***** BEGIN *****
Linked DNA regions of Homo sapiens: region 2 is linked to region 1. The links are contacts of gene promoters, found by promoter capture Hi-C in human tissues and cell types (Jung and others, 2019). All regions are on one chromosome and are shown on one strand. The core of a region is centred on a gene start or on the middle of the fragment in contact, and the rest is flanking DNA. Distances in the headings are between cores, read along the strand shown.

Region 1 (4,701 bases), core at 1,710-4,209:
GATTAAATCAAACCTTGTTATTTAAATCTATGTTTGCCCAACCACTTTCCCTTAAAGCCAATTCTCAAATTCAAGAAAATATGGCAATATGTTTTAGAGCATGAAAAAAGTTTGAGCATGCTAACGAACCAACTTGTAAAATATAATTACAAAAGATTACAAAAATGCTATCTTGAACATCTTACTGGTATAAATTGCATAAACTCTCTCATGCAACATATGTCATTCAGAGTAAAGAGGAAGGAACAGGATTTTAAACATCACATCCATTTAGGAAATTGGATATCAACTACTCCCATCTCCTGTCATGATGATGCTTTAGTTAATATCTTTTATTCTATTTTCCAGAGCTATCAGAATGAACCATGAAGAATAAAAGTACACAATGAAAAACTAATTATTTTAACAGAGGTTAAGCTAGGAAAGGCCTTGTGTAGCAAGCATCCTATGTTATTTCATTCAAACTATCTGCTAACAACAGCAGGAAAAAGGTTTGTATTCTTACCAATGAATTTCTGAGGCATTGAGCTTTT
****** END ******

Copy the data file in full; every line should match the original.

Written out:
Linked DNA regions of Homo sapiens: region 2 is linked to region 1. The links are contacts of gene promoters, found by promoter capture Hi-C in human tissues and cell types (Jung and others, 2019). All regions are on one chromosome and are shown on one strand. The core of a region is centred on a gene start or on the middle of the fragment in contact, and the rest is flanking DNA. Distances in the headings are between cores, read along the strand shown.

Region 1 (4,701 bases), core at 1,710-4,209:
GATTAAATCAAACCTTGTTATTTAAATCTATGTTTGCCCAACCACTTTCCCTTAAAGCCAATTCTCAAATTCAAGAAAATATGGCAATATGTTTTAGAGCATGAAAAAAGTTTGAGCATGCTAACGAACCAACTTGTAAAATATAATTACAAAAGATTACAAAAATGCTATCTTGAACATCTTACTGGTATAAATTGCATAAACTCTCTCATGCAACATATGTCATTCAGAGTAAAGAGGAAGGAACAGGATTTTAAACATCACATCCATTTAGGAAATTGGATATCAACTACTCCCATCTCCTGTCATGATGATGCTTTAGTTAATATCTTTTATTCTATTTTCCAGAGCTATCAGAATGAACCATGAAGAATAAAAGTACACAATGAAAAACTAATTATTTTAACAGAGGTTAAGCTAGGAAAGGCCTTGTGTAGCAAGCATCCTATGTTATTTCATTCAAACTATCTGCTAACAACAGCAGGAAAAAGGTTTGTATTCTTACCAATGAATTTCTGAGGCATTGAGCTTTT